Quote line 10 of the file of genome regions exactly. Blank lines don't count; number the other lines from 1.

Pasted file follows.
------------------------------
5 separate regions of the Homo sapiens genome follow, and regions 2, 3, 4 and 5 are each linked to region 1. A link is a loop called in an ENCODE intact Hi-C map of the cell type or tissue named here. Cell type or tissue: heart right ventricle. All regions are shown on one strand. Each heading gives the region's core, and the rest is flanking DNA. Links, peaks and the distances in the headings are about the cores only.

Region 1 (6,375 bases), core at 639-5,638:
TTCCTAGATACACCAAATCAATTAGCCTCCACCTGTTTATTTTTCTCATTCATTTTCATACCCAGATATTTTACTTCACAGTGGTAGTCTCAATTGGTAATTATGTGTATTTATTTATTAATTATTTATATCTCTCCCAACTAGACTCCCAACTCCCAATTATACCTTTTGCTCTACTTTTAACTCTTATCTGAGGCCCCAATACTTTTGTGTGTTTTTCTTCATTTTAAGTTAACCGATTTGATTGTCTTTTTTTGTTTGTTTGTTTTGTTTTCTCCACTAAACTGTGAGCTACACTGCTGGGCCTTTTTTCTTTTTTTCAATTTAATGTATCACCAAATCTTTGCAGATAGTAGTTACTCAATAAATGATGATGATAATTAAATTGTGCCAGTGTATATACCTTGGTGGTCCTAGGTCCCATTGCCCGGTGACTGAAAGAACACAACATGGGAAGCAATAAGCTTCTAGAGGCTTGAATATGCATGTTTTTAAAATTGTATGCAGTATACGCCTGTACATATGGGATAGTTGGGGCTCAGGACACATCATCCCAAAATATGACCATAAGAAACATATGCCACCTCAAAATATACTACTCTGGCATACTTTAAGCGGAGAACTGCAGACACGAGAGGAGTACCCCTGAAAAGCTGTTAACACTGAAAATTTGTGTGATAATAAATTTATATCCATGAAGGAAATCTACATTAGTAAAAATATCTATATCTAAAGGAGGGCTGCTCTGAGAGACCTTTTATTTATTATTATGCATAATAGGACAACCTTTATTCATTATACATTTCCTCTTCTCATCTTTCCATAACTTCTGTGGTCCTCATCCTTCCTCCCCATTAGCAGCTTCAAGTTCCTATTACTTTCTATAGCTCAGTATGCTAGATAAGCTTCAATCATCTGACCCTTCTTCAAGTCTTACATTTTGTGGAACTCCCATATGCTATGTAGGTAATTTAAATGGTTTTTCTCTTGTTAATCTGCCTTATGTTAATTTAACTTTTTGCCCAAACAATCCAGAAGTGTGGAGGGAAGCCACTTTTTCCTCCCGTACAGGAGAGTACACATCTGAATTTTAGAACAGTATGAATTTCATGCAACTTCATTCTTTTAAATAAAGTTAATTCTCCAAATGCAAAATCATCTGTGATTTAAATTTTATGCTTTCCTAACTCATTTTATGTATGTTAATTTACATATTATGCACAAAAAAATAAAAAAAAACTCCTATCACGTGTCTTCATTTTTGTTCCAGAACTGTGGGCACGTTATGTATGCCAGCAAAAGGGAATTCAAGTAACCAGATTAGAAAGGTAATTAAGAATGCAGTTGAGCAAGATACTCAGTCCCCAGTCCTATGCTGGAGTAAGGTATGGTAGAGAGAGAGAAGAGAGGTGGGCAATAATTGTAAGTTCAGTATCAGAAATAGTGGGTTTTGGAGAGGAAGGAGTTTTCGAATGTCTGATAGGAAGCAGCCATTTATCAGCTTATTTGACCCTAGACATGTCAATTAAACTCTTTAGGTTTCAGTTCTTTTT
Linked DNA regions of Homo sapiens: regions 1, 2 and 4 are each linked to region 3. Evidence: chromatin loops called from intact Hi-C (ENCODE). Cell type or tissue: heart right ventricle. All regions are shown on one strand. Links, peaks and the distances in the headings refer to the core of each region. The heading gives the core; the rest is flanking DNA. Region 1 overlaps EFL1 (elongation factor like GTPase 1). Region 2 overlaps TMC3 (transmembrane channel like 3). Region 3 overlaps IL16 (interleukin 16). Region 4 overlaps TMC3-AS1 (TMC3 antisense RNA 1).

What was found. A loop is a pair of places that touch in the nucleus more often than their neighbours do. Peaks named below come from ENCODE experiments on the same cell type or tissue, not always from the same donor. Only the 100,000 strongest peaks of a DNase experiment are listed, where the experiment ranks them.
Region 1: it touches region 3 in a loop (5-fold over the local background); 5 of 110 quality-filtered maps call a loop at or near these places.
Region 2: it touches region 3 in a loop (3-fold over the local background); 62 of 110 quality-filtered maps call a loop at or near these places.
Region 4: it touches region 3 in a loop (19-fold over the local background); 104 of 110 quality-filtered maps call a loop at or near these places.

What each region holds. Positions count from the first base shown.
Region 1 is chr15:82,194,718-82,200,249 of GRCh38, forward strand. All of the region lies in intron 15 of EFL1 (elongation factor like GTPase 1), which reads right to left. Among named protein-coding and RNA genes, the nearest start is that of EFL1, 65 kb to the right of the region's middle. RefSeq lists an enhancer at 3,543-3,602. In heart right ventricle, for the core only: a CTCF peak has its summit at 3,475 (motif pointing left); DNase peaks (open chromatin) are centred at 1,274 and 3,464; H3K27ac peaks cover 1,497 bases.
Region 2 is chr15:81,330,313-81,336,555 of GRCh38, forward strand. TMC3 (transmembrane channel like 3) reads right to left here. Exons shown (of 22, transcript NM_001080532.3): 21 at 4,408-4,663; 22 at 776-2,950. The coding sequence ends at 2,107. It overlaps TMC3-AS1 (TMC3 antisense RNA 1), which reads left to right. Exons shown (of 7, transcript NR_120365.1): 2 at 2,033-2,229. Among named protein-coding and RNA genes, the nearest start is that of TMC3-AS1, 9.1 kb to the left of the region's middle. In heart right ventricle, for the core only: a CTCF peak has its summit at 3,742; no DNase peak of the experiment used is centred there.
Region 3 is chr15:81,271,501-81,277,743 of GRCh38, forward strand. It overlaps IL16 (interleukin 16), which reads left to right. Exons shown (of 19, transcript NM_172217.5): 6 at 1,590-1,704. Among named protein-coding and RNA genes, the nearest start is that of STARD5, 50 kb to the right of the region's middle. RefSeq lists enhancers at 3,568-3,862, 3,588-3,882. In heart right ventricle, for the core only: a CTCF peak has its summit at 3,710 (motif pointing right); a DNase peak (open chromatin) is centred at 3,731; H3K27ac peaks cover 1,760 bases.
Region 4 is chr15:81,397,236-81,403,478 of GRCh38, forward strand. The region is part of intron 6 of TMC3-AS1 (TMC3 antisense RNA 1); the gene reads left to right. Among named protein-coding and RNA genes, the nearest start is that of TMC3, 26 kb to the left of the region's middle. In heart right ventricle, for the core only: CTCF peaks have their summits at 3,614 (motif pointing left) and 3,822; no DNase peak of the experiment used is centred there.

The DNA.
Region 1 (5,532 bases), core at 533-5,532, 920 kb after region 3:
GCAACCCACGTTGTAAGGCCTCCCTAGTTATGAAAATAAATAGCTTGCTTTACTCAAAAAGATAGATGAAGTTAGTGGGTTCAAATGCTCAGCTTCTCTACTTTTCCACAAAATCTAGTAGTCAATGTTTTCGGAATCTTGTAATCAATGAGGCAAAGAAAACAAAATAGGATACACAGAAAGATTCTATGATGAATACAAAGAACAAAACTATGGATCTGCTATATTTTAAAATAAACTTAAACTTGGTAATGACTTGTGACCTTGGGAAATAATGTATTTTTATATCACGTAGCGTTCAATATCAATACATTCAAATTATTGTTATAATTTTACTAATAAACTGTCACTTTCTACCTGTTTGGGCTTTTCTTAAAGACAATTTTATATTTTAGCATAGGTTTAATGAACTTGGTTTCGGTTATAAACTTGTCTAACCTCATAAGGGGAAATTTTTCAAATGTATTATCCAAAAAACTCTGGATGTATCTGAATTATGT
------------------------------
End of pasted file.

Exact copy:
Region 1 is chr15:82,194,718-82,200,249 of GRCh38, forward strand. All of the region lies in intron 15 of EFL1 (elongation factor like GTPase 1), which reads right to left. Among named protein-coding and RNA genes, the nearest start is that of EFL1, 65 kb to the right of the region's middle. RefSeq lists an enhancer at 3,543-3,602. In heart right ventricle, for the core only: a CTCF peak has its summit at 3,475 (motif pointing left); DNase peaks (open chromatin) are centred at 1,274 and 3,464; H3K27ac peaks cover 1,497 bases.